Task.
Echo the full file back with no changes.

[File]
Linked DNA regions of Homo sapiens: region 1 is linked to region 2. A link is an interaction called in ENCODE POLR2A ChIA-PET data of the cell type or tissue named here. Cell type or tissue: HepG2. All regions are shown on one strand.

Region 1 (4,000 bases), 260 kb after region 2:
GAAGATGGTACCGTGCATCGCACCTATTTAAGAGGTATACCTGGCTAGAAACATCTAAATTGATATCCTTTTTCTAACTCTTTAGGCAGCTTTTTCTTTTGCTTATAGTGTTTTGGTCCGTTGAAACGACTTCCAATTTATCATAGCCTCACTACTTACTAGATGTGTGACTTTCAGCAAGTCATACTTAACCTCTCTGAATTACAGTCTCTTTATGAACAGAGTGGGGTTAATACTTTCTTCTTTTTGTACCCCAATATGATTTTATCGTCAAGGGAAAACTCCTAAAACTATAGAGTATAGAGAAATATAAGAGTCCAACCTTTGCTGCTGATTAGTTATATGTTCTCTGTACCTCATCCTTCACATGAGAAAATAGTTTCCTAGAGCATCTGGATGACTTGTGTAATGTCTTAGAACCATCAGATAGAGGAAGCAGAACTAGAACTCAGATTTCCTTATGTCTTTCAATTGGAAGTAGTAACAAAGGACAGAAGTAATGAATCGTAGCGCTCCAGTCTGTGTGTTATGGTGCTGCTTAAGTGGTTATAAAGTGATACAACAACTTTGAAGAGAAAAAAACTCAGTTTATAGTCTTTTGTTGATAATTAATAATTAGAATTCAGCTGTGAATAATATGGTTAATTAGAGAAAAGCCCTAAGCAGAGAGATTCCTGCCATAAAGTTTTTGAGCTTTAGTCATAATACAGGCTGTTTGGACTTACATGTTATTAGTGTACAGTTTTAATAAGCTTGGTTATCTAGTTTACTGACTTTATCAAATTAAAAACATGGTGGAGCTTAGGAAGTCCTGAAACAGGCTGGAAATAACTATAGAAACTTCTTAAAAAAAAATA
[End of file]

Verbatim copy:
Linked DNA regions of Homo sapiens: region 1 is linked to region 2. A link is an interaction called in ENCODE POLR2A ChIA-PET data of the cell type or tissue named here. Cell type or tissue: HepG2. All regions are shown on one strand.

Region 1 (4,000 bases), 260 kb after region 2:
GAAGATGGTACCGTGCATCGCACCTATTTAAGAGGTATACCTGGCTAGAAACATCTAAATTGATATCCTTTTTCTAACTCTTTAGGCAGCTTTTTCTTTTGCTTATAGTGTTTTGGTCCGTTGAAACGACTTCCAATTTATCATAGCCTCACTACTTACTAGATGTGTGACTTTCAGCAAGTCATACTTAACCTCTCTGAATTACAGTCTCTTTATGAACAGAGTGGGGTTAATACTTTCTTCTTTTTGTACCCCAATATGATTTTATCGTCAAGGGAAAACTCCTAAAACTATAGAGTATAGAGAAATATAAGAGTCCAACCTTTGCTGCTGATTAGTTATATGTTCTCTGTACCTCATCCTTCACATGAGAAAATAGTTTCCTAGAGCATCTGGATGACTTGTGTAATGTCTTAGAACCATCAGATAGAGGAAGCAGAACTAGAACTCAGATTTCCTTATGTCTTTCAATTGGAAGTAGTAACAAAGGACAGAAGTAATGAATCGTAGCGCTCCAGTCTGTGTGTTATGGTGCTGCTTAAGTGGTTATAAAGTGATACAACAACTTTGAAGAGAAAAAAACTCAGTTTATAGTCTTTTGTTGATAATTAATAATTAGAATTCAGCTGTGAATAATATGGTTAATTAGAGAAAAGCCCTAAGCAGAGAGATTCCTGCCATAAAGTTTTTGAGCTTTAGTCATAATACAGGCTGTTTGGACTTACATGTTATTAGTGTACAGTTTTAATAAGCTTGGTTATCTAGTTTACTGACTTTATCAAATTAAAAACATGGTGGAGCTTAGGAAGTCCTGAAACAGGCTGGAAATAACTATAGAAACTTCTTAAAAAAAAATA